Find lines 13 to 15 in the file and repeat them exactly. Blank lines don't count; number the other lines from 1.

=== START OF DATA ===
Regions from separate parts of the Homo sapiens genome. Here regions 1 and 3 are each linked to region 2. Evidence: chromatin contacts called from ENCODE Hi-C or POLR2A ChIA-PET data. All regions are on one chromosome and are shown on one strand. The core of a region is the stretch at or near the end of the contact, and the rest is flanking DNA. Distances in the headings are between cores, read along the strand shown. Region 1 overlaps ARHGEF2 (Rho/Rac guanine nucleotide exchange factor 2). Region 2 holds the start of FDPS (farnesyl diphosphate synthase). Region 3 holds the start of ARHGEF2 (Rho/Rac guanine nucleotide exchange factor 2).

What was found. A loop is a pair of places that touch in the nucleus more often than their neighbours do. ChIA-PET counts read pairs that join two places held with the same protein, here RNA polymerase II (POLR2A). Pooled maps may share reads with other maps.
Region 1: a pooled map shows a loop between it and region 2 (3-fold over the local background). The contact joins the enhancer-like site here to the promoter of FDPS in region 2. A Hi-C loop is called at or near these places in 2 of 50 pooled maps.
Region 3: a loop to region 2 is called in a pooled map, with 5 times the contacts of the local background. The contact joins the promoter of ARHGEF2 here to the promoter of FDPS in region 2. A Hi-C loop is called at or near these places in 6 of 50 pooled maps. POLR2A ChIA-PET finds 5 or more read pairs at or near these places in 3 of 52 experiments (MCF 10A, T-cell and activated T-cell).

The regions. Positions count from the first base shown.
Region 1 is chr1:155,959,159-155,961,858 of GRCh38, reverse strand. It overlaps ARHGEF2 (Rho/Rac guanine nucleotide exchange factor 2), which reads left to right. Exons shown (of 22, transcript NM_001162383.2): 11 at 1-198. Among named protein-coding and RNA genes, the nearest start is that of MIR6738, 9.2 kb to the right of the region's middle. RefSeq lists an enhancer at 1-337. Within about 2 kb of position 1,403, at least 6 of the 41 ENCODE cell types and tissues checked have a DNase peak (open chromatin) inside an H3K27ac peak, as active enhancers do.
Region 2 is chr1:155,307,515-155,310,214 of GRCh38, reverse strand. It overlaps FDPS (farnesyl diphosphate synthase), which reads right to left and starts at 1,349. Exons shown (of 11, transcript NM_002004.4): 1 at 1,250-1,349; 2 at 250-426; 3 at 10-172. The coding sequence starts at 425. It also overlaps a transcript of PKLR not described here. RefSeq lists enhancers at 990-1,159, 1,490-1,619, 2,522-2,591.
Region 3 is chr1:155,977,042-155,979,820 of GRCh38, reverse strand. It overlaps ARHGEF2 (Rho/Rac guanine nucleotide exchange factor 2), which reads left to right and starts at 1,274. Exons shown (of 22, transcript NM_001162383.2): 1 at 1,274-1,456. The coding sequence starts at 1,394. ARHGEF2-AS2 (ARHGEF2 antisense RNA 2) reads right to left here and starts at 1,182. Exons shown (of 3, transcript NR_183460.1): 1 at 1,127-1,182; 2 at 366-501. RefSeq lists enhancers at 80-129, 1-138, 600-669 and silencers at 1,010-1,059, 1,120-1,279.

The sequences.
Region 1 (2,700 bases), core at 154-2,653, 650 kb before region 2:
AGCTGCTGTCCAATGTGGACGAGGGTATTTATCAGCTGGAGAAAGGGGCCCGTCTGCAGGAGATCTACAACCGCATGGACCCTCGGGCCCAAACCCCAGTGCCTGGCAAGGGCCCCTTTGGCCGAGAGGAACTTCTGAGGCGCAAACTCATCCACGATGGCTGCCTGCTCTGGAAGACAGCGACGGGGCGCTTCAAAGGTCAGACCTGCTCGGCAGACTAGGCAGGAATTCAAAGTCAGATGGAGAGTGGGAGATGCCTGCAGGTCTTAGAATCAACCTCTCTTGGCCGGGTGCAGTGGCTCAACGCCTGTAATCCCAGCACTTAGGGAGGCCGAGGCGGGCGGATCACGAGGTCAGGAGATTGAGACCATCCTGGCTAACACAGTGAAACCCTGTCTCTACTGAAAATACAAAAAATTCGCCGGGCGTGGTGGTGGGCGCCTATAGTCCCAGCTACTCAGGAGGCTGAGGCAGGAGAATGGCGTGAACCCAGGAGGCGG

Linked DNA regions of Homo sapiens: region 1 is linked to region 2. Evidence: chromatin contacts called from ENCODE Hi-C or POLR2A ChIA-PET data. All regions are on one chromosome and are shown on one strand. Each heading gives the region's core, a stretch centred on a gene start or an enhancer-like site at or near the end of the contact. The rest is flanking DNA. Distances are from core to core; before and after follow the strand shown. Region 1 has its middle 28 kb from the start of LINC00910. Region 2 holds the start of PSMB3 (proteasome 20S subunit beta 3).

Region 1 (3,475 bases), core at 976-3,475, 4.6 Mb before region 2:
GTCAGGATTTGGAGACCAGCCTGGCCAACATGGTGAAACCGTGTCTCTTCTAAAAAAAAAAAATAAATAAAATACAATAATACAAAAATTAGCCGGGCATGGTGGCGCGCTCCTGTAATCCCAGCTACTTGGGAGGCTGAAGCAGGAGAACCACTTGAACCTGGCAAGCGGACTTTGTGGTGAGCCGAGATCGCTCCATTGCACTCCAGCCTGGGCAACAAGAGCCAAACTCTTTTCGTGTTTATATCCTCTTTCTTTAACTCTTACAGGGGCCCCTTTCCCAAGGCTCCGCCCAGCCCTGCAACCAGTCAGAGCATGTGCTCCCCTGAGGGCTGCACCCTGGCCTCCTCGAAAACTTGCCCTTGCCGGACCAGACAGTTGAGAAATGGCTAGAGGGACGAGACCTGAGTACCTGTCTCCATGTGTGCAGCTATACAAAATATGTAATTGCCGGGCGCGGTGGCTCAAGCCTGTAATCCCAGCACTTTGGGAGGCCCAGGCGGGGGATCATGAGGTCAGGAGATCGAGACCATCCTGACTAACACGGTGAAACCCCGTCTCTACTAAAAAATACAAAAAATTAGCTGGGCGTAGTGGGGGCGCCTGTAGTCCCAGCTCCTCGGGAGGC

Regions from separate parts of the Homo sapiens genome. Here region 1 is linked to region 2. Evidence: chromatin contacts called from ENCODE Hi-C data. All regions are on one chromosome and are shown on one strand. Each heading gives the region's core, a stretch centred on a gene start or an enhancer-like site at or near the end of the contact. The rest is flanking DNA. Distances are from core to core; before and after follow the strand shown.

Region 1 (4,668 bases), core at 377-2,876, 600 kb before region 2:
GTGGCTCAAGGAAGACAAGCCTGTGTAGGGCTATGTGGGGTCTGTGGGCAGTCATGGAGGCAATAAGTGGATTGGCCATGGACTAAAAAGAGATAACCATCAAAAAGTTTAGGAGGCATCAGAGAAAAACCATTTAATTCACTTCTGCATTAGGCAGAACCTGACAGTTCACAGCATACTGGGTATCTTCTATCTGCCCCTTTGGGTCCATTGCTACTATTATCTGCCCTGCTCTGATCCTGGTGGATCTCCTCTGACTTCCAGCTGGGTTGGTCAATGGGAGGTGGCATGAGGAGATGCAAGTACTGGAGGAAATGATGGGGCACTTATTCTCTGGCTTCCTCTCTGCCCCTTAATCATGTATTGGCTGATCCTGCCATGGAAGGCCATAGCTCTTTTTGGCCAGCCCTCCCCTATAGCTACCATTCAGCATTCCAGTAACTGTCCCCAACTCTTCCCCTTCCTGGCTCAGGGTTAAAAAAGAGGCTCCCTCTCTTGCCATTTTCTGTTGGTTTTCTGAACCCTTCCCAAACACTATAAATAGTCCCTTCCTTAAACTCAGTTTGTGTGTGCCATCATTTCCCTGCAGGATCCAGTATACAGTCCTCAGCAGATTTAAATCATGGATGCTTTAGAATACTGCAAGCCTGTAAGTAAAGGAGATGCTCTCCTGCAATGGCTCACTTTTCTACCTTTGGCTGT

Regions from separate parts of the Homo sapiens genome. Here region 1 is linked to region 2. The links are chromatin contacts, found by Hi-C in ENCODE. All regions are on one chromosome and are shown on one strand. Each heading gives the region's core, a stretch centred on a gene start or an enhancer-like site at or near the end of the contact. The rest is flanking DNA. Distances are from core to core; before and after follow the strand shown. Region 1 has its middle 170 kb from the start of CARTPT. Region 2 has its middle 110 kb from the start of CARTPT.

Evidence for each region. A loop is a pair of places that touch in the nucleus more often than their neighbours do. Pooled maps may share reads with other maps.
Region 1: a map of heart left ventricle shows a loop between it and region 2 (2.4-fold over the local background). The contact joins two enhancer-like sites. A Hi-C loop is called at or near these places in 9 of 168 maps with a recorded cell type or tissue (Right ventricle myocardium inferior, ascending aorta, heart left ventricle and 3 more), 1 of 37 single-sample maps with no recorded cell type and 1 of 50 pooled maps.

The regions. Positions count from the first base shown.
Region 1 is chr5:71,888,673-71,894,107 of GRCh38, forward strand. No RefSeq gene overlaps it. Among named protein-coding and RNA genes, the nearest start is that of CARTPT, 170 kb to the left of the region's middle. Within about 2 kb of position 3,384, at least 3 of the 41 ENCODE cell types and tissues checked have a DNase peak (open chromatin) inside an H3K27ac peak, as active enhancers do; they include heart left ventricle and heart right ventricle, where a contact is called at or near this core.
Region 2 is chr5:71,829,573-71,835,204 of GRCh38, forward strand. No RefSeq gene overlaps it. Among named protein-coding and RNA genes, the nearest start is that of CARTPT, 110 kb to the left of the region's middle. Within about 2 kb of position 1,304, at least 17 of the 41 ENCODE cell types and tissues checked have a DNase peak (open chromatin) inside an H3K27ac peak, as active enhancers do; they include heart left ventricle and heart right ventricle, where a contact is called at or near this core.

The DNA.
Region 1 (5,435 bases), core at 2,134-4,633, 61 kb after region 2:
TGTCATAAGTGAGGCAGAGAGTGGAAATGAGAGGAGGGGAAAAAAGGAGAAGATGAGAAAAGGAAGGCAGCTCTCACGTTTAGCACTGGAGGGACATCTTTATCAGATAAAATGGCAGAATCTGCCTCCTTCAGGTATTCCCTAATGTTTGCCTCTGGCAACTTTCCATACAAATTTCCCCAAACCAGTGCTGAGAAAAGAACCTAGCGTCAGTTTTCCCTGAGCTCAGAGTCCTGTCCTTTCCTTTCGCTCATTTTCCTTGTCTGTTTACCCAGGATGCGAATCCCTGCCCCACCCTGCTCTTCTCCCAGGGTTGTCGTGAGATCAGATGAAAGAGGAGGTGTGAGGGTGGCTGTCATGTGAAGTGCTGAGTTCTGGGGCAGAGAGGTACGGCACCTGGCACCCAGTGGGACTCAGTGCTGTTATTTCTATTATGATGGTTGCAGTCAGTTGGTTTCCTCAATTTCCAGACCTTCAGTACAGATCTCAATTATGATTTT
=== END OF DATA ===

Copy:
Region 1 (3,475 bases), core at 976-3,475, 4.6 Mb before region 2:
GTCAGGATTTGGAGACCAGCCTGGCCAACATGGTGAAACCGTGTCTCTTCTAAAAAAAAAAAATAAATAAAATACAATAATACAAAAATTAGCCGGGCATGGTGGCGCGCTCCTGTAATCCCAGCTACTTGGGAGGCTGAAGCAGGAGAACCACTTGAACCTGGCAAGCGGACTTTGTGGTGAGCCGAGATCGCTCCATTGCACTCCAGCCTGGGCAACAAGAGCCAAACTCTTTTCGTGTTTATATCCTCTTTCTTTAACTCTTACAGGGGCCCCTTTCCCAAGGCTCCGCCCAGCCCTGCAACCAGTCAGAGCATGTGCTCCCCTGAGGGCTGCACCCTGGCCTCCTCGAAAACTTGCCCTTGCCGGACCAGACAGTTGAGAAATGGCTAGAGGGACGAGACCTGAGTACCTGTCTCCATGTGTGCAGCTATACAAAATATGTAATTGCCGGGCGCGGTGGCTCAAGCCTGTAATCCCAGCACTTTGGGAGGCCCAGGCGGGGGATCATGAGGTCAGGAGATCGAGACCATCCTGACTAACACGGTGAAACCCCGTCTCTACTAAAAAATACAAAAAATTAGCTGGGCGTAGTGGGGGCGCCTGTAGTCCCAGCTCCTCGGGAGGC

Regions from separate parts of the Homo sapiens genome. Here region 1 is linked to region 2. Evidence: chromatin contacts called from ENCODE Hi-C data. All regions are on one chromosome and are shown on one strand. Each heading gives the region's core, a stretch centred on a gene start or an enhancer-like site at or near the end of the contact. The rest is flanking DNA. Distances are from core to core; before and after follow the strand shown.